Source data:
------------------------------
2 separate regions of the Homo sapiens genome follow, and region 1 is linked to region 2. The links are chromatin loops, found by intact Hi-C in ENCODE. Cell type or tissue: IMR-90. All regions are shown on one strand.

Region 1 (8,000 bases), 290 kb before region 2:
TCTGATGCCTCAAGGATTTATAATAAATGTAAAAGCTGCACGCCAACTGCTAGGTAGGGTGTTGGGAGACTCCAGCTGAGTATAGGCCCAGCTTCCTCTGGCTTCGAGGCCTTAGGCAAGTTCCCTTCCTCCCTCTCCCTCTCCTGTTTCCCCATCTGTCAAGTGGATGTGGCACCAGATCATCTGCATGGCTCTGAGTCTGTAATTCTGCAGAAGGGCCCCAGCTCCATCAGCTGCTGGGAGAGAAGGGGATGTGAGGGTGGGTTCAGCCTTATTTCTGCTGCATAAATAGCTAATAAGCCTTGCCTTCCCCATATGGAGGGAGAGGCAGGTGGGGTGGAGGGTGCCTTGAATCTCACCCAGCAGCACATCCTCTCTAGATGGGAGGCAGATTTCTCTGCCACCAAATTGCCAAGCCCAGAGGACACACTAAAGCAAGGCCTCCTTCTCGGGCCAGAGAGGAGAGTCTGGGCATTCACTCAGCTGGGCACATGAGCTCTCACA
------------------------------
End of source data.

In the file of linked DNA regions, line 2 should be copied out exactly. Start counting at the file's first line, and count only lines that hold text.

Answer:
Region 1 (8,000 bases), 290 kb before region 2: